Administration, clergy, and anonymous donor give thanks for Catholic education
FORT WORTH — The Nov. 10 in-service for all faculty and staff of the 17 diocesan Catholic schools had a terrific start — the celebration of Mass with Father Brett Metzler, the chaplain of Nolan Catholic High School.
Enthusiasm continued to build throughout the morning when teachers had opportunities for Eucharistic Adoration and confession, followed by an inspiring talk by Father Jim Gigliotti, TOR, pastor of St. Andrew Parish.
But the message of gratitude for Catholic education hit its peak when six turkeys made a surprise appearance.
Melissa Kasmeier, chief operations officer of schools, planned the event at Nolan around the theme of thankfulness. She played video messages from students, alums, and parents thanking teachers for being a light for their students.
Kasmeier said Catholic education reaches farther than the current students in the classroom. The students “might not even realize the gift of Catholic education until they are older,” she said.
Success, she added, can be measured in several ways. She said, “We want them to be smart; we want them to be successful — all those worldly things — but we want them to be good people … contributing members of society, active in their faith. Catholic education has helped form them to do that.”
About those turkeys
Just when the in-service seemed to draw to a close, an exuberant song burst through speakers, and six people dressed as turkeys danced their way into Hartnett Arena.
Faculty and staff laughed at the unexpected sight, but the light-hearted turkeys carried a serious message of appreciation — a bonus check for all school employees.
Kasmeier explained that an anonymous donor had set up an endowment to help fund tuition assistance and benefit Catholic education in the future, but the donor also wanted to “do something right now.”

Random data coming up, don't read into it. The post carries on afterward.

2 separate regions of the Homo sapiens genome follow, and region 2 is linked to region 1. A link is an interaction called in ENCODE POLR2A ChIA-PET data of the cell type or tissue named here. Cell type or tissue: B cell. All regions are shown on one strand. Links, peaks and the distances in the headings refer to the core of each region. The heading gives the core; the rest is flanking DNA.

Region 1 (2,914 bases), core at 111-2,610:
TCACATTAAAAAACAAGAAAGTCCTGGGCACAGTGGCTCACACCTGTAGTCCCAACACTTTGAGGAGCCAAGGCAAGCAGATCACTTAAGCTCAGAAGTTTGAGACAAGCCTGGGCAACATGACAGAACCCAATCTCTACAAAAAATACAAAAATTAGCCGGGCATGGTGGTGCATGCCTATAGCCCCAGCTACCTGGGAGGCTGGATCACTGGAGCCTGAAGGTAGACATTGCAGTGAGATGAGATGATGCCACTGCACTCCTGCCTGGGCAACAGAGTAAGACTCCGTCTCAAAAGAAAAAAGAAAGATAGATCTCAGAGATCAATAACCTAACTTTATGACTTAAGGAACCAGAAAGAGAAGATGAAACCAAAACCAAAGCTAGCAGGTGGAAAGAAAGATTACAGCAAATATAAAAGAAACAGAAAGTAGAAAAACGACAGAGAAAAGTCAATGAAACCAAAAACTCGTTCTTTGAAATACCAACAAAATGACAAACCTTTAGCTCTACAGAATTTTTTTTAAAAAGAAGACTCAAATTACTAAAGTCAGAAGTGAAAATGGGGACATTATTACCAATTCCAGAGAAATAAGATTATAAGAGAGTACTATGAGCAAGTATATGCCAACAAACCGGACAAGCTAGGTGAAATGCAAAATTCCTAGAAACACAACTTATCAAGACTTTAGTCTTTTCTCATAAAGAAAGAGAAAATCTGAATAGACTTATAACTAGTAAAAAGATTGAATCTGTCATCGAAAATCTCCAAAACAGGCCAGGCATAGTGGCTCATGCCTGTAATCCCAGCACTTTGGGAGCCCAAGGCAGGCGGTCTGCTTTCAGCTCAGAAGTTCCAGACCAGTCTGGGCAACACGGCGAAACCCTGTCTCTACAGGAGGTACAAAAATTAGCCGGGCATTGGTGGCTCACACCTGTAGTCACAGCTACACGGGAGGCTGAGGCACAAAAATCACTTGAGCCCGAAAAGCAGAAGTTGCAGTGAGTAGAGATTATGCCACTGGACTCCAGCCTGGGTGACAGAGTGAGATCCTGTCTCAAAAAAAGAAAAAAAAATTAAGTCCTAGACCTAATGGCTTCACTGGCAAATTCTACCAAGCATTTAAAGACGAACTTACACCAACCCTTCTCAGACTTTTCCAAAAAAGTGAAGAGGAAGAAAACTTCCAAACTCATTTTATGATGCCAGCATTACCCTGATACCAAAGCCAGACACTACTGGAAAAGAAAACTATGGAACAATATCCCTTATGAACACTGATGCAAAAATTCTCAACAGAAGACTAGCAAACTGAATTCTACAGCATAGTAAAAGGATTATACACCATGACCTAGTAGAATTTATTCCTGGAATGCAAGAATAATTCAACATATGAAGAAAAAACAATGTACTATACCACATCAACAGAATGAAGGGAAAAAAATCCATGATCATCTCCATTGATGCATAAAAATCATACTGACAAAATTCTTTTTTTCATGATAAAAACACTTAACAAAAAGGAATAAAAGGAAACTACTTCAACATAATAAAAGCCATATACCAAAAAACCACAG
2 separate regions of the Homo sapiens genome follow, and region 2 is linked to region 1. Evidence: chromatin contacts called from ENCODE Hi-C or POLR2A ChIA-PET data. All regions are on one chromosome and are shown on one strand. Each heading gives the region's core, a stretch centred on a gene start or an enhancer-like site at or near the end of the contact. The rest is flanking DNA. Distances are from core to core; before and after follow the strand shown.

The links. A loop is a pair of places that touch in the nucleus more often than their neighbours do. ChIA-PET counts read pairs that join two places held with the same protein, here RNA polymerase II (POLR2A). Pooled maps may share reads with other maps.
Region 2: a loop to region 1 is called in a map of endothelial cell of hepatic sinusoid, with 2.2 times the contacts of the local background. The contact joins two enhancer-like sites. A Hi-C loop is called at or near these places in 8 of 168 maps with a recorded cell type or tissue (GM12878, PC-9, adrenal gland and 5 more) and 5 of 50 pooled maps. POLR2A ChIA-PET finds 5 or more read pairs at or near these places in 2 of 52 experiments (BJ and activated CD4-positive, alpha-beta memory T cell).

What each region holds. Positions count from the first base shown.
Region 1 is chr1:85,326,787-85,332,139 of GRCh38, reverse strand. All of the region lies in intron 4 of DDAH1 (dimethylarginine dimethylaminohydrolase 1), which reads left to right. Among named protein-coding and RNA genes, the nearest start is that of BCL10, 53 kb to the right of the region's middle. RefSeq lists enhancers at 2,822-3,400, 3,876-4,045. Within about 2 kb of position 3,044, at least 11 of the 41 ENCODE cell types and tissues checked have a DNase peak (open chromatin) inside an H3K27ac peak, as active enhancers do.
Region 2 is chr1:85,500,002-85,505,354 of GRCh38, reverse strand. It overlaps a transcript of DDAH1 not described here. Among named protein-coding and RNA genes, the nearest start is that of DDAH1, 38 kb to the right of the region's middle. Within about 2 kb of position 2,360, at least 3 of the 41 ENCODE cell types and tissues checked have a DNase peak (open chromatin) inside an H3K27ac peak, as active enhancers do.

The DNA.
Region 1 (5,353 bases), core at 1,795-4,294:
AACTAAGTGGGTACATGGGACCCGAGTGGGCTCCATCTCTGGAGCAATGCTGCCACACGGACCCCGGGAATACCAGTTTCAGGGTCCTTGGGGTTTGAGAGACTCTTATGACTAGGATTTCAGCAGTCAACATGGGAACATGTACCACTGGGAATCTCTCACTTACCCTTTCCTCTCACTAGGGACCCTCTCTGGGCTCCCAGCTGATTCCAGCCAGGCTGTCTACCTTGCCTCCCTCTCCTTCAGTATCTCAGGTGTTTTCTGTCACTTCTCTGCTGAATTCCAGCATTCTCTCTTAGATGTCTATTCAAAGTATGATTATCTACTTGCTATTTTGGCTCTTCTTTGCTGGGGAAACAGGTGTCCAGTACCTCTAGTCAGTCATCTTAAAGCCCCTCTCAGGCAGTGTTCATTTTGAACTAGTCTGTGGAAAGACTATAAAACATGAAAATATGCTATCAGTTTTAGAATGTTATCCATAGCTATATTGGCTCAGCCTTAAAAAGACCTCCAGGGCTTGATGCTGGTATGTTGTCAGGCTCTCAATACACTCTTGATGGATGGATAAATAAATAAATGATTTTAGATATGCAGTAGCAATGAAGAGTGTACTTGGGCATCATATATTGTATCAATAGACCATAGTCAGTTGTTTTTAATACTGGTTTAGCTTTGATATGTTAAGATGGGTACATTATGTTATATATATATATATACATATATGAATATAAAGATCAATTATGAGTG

The donor contributed $100,000 to be split among the school employees, and the Diocese of Fort Worth matched that amount for a total of $200,000.
Kasmeier expressed appreciation for “the donor that sees the value” in Catholic education and “the importance of the people that make it happen,” including everyone who works in the schools. “We need everybody, no matter what their role is, to be able to serve our students, our schools,” she said.
She also thanked the diocese for matching the donor’s gift. “No one gets into [Catholic education] for recognition or any other reason than serving our children, helping them become disciples of Christ, but it is nice to be able to give them something in gratitude for all that they do for us,” she continued.
Fr. Gigliotti shared lessons with the faculty that he learned as a youth in Catholic schools and as a fellow teacher (he taught 17 years in a Catholic boys school in Pennsylvania).
Habits ingrained in his youth, such as making the Sign of the Cross frequently, helped instill the understanding that “anywhere you are and are going is dedicated to the Lord. You can dedicate any task to the Lord with the Sign of the Cross.”
He has found students are hungry to learn about the totality of the Catholic faith, including the supernatural and mysticism.
Catholic educators must “give our students a sense of the supernatural: heaven, hell, and purgatory and earth. A sense of angels and saints. A sense of God sending His mercy through people like the Divine Mercy of Jesus Christ, the Sacred Heart of Jesus.”
He empathized with the teachers, acknowledging the work is tiring. “Don’t ever underestimate that fact that the devil is going to harass you, mostly because you are working at a Catholic school” and will lead teachers into distraction, discouragement, and despair, said Fr. Gigliotti.
He encouraged the faculty, “You have to know who you are. You are a person who belongs to Christ. You have special apostolic work as a teacher.”
Patricia Fointno, the choral director at Nolan, began the in-service by playing the piano at the Mass, as she does at all Nolan Masses. She left the meeting with a bounce in her step and a smile on her face.
The teacher, who moved to Texas from Illinois in 2020, said, “This day is absolutely fabulous. It gave a sense of being appreciated, a big ‘thank you.’”
Let’s talk turkey. The priests, diocesan administrators, and a very generous anonymous donor delivered a message of gratitude and appreciation that came through loud and clear.